Paces Poetry Slam (Ben's sophomore paper): Early in the week that our sophomore papers were due, Paces held a poetry slam. I was there, trying to work on Latin and attempting to be in the general vicinity of Gabe who was getting drunk at a nearby table with Martin and Nori. Alyssa and Laurel were at my table, Alyssa trying to decide if she wanted to read one of her poems. Sam Dingman and Morgan Simon finished playing their sax spot and gave way to the poetry. Various people read their poetry. Eric Osheim got up and announced that he was going to try and freestyle poetry and bongos, bear with him, he's never done this before. He tried for a little while and then announced that, well, he tried. Alyssa read her poem, which was wonderful. Then Ben got up on stage. Ben said that he had been writing his sophomore paper, as a number of us had probably been doing. He said that he was going to read his sophomore paper as his poetry, but he was going to read only every other word. Much laughter. And then he proceeded to read every other word of his sophomore paper to the packed audience in Paces. And it was hilarious. In the space of the requisite one to two pages of "what I want to do with my major" essay, Ben covered it all, including cunnilingist. The whole thing took maybe 10 minutes and was possibly the funniest thing I have ever heard.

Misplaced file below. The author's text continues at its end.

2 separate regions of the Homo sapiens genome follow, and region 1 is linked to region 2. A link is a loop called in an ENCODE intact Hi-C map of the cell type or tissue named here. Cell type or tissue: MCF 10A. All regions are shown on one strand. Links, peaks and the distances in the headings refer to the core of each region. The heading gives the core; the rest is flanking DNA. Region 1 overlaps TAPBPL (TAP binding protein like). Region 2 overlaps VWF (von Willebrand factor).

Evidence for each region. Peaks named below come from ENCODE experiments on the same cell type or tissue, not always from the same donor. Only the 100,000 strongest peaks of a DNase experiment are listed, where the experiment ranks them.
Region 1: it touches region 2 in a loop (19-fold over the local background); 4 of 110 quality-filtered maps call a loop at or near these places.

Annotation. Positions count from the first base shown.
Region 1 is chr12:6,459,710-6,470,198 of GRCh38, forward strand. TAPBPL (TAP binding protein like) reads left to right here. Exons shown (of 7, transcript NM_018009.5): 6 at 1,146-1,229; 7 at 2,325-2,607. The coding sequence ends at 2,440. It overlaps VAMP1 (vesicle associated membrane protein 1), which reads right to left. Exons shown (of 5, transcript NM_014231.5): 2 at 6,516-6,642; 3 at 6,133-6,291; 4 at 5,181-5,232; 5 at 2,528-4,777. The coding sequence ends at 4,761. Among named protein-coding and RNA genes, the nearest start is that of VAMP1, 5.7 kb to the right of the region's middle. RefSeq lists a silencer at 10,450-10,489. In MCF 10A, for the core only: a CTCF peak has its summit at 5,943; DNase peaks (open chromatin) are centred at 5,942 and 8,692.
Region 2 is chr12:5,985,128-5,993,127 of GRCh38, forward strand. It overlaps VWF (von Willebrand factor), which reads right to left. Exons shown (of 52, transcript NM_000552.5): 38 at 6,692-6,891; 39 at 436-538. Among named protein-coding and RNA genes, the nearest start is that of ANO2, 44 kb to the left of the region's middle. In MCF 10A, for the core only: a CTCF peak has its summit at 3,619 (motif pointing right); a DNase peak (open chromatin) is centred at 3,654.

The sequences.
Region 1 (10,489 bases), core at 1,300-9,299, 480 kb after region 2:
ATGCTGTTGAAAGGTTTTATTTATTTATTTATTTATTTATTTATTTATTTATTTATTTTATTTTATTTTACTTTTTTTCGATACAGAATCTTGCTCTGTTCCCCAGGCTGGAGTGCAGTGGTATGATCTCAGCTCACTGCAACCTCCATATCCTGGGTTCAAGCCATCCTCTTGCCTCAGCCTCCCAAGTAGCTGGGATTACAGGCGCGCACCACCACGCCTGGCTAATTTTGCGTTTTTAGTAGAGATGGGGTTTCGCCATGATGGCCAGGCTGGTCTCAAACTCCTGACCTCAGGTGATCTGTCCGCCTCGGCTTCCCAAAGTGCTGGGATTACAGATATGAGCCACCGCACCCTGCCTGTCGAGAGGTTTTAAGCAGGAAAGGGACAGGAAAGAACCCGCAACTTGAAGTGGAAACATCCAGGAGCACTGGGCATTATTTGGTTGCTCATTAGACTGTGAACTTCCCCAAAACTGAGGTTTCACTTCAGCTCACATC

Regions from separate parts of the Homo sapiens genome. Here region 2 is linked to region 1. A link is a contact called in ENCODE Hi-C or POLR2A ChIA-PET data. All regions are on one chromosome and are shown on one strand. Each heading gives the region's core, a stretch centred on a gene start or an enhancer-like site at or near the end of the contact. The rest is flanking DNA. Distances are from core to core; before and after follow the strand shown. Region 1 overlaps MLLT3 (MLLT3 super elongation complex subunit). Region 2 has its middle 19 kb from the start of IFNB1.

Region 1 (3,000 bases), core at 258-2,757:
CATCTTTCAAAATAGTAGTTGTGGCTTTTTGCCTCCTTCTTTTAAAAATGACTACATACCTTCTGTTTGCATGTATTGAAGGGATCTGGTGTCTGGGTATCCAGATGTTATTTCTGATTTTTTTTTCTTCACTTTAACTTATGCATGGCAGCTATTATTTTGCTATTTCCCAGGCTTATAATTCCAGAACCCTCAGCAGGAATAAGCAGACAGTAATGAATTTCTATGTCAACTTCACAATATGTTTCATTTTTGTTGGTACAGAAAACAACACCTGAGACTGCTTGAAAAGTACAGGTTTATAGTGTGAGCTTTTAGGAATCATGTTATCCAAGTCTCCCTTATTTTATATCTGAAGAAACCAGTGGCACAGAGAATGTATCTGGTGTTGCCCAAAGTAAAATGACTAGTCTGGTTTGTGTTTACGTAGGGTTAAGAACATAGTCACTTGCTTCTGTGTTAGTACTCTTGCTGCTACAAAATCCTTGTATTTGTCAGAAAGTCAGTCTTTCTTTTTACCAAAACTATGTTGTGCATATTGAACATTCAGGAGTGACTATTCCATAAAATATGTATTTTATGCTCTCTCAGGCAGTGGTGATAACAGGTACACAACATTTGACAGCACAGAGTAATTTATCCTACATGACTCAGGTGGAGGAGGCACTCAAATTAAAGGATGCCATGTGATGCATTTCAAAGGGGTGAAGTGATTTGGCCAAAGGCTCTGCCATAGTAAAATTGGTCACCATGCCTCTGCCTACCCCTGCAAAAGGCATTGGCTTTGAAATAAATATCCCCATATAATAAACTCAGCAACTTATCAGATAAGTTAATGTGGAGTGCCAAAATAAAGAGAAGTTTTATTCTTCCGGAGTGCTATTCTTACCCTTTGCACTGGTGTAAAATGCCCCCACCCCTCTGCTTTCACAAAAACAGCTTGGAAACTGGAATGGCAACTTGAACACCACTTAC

Spring Fling 2001 (Ferris on the Beach, Petting Zoo, 50's dance under the cherry tree):
this will be expanded upon later...